Auburn Football 2011: What Is Expected from the New Defensive Coordinator?

Kevin McGradySenior Writer IDecember 8, 2011

AUBURN, AL - NOVEMBER 26:  Head coach Gene Chizik of the Auburn Tigers leads his team onto the field to face the Alabama Crimson Tide at Jordan-Hare Stadium on November 26, 2011 in Auburn, Alabama.  (Photo by Kevin C. Cox/Getty Images)
Kevin C. Cox/Getty Images

The current Auburn defense was intended to be a complex, speed-oriented, smothering type of unit. For three years the Auburn staff has recruited players suited to this defensive scheme. The problem has never been the effectiveness of the scheme when the right plays were called.

Some are wondering what changes will occur now that Ted Roof is off to Central Florida for next season. The answer to that question is complex.

It is unlikely the defensive scheme will change as that is of Gene Chizik design. It is the form of defense he feels is best at Auburn. Three years of focused recruiting has brought the right type of athlete to execute the scheme, which is very similar to the scheme used by Southern California this season.

The focus of this defense is speed, not power. To utilize that speed, play-calling is paramount in getting the players into position to be successful. This is where the Auburn defense has failed so often over the last three years.

For those that want to see Auburn with 270-pound, power-oriented linebackers, it will not happen at Auburn any time soon. For this scheme to work a linebacker has to cover a lot of ground quickly and be able to execute pass coverage better than the average linebacker.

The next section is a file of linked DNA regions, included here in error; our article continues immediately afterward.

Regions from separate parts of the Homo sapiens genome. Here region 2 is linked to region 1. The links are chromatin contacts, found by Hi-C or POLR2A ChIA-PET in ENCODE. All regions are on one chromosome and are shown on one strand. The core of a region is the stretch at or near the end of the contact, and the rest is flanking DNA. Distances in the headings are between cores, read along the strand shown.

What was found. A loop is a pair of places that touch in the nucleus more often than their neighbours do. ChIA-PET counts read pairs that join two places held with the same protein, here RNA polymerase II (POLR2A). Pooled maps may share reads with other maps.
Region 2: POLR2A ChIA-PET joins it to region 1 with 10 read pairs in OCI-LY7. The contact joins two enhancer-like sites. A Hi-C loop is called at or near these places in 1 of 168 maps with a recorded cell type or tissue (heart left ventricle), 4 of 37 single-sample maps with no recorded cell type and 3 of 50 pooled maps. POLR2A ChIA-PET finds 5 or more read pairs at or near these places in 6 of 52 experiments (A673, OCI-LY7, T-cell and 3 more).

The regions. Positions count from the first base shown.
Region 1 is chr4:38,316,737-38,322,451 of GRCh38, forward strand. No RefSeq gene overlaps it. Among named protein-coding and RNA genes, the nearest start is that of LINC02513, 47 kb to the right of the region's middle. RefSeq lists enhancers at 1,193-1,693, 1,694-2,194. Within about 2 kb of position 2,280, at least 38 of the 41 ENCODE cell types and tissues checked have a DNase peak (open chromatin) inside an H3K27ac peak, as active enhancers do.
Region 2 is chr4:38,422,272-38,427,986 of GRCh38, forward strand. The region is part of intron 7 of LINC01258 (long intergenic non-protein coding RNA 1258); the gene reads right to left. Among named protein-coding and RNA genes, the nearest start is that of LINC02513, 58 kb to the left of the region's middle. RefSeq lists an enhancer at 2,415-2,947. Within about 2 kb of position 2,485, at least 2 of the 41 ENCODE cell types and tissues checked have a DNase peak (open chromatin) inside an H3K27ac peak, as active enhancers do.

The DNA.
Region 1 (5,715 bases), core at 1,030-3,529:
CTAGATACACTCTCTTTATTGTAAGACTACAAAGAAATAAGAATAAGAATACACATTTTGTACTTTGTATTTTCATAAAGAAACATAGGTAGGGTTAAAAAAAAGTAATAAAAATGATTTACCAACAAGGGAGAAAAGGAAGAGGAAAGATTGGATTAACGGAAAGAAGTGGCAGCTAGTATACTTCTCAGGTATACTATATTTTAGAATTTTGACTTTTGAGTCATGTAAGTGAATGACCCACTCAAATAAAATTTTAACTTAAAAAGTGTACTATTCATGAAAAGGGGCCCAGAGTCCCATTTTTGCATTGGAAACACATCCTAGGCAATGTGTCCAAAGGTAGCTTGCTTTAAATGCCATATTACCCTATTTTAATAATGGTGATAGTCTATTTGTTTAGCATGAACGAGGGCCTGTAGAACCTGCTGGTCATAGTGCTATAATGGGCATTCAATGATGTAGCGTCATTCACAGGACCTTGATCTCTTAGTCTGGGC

There must be dominant defensive tackles for this scheme to work. This is the area where size and power are paramount. Depth is also a must on the interior defensive line, which must be disruptive for the entire game.

It is unlikely that any of this will change with the new defensive coordinator. It is a time-tested scheme that has been successful at every level.

ATHENS, GA - NOVEMBER 12:  Carlton Thomas #30 of the Georgia Bulldogs rushes between T'Sharvan Bell #22 and Eltoro Freeman #21 of the Auburn Tigers at Sanford Stadium on November 12, 2011 in Athens, Georgia.  (Photo by Kevin C. Cox/Getty Images)
Kevin C. Cox/Getty Images

What will be attempted to change is the way this scheme is utilized and the plays called to get players into position to be successful. This is the area where Auburn has failed miserably over the last three seasons.

To be successful at play-calling in the Tampa 2 scheme, a coach must understand how to utilize speed to neutralize the opposition offense. The approach will be different depending on the offensive scheme faced.

The weakness of this defensive scheme is over the middle. To cover this weakness the corners will often need to play off the line and the linebackers must provide pass coverage in the flats. Defensive backs simply can not allow themselves to be beaten inside.

Auburn has the right kind of athletes to execute this scheme to perfection. The problem has been having them in position to be successful by calling the proper play. The Auburn defense has looked like a hybrid mixture of the Tampa 2 and a power 4-3 at times during the last three seasons, but Auburn does not have the athletes needed to run a power defense.

A likely goal for the new defensive coordinator will be a coach that understands how to utilize speed to counter power. They will need to understand this defensive scheme and know what moves to make to counter the offensive scheme faced.

This is the area where the Auburn defense broke down most in the last three seasons. It was more common over the last three seasons for Auburn to line up wrong, give up points and then adjust later to stop the scheme. This often resulted in giving up a lot of points in the first quarter of games.